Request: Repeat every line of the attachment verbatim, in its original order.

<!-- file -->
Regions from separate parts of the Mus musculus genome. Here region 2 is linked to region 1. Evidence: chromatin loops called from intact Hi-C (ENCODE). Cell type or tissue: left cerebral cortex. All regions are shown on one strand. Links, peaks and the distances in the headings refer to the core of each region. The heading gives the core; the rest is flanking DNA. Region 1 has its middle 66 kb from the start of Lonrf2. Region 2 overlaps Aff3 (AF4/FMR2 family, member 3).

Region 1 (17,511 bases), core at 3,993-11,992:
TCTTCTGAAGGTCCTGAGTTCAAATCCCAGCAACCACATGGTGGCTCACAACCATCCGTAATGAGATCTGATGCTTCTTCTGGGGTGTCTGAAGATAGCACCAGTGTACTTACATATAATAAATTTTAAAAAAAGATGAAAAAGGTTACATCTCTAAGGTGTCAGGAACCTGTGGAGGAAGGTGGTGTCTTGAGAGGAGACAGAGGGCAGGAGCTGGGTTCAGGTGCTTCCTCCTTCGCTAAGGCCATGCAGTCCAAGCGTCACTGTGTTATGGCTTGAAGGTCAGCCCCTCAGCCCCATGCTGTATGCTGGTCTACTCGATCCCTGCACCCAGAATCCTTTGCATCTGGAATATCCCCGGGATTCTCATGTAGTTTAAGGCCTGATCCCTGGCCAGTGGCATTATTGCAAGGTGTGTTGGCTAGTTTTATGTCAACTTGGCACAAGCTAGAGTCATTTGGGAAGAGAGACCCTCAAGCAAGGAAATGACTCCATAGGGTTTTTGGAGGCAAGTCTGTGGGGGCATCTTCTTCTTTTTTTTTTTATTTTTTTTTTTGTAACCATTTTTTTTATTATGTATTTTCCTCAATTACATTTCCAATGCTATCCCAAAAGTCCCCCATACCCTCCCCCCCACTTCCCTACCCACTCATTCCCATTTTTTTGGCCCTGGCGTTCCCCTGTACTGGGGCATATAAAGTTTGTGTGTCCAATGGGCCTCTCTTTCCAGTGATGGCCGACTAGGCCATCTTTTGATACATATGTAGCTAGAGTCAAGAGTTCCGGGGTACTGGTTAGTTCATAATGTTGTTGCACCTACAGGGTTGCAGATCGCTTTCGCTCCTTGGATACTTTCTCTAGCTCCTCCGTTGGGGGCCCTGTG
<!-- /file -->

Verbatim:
Regions from separate parts of the Mus musculus genome. Here region 2 is linked to region 1. Evidence: chromatin loops called from intact Hi-C (ENCODE). Cell type or tissue: left cerebral cortex. All regions are shown on one strand. Links, peaks and the distances in the headings refer to the core of each region. The heading gives the core; the rest is flanking DNA. Region 1 has its middle 66 kb from the start of Lonrf2. Region 2 overlaps Aff3 (AF4/FMR2 family, member 3).

Region 1 (17,511 bases), core at 3,993-11,992:
TCTTCTGAAGGTCCTGAGTTCAAATCCCAGCAACCACATGGTGGCTCACAACCATCCGTAATGAGATCTGATGCTTCTTCTGGGGTGTCTGAAGATAGCACCAGTGTACTTACATATAATAAATTTTAAAAAAAGATGAAAAAGGTTACATCTCTAAGGTGTCAGGAACCTGTGGAGGAAGGTGGTGTCTTGAGAGGAGACAGAGGGCAGGAGCTGGGTTCAGGTGCTTCCTCCTTCGCTAAGGCCATGCAGTCCAAGCGTCACTGTGTTATGGCTTGAAGGTCAGCCCCTCAGCCCCATGCTGTATGCTGGTCTACTCGATCCCTGCACCCAGAATCCTTTGCATCTGGAATATCCCCGGGATTCTCATGTAGTTTAAGGCCTGATCCCTGGCCAGTGGCATTATTGCAAGGTGTGTTGGCTAGTTTTATGTCAACTTGGCACAAGCTAGAGTCATTTGGGAAGAGAGACCCTCAAGCAAGGAAATGACTCCATAGGGTTTTTGGAGGCAAGTCTGTGGGGGCATCTTCTTCTTTTTTTTTTTATTTTTTTTTTTGTAACCATTTTTTTTATTATGTATTTTCCTCAATTACATTTCCAATGCTATCCCAAAAGTCCCCCATACCCTCCCCCCCACTTCCCTACCCACTCATTCCCATTTTTTTGGCCCTGGCGTTCCCCTGTACTGGGGCATATAAAGTTTGTGTGTCCAATGGGCCTCTCTTTCCAGTGATGGCCGACTAGGCCATCTTTTGATACATATGTAGCTAGAGTCAAGAGTTCCGGGGTACTGGTTAGTTCATAATGTTGTTGCACCTACAGGGTTGCAGATCGCTTTCGCTCCTTGGATACTTTCTCTAGCTCCTCCGTTGGGGGCCCTGTG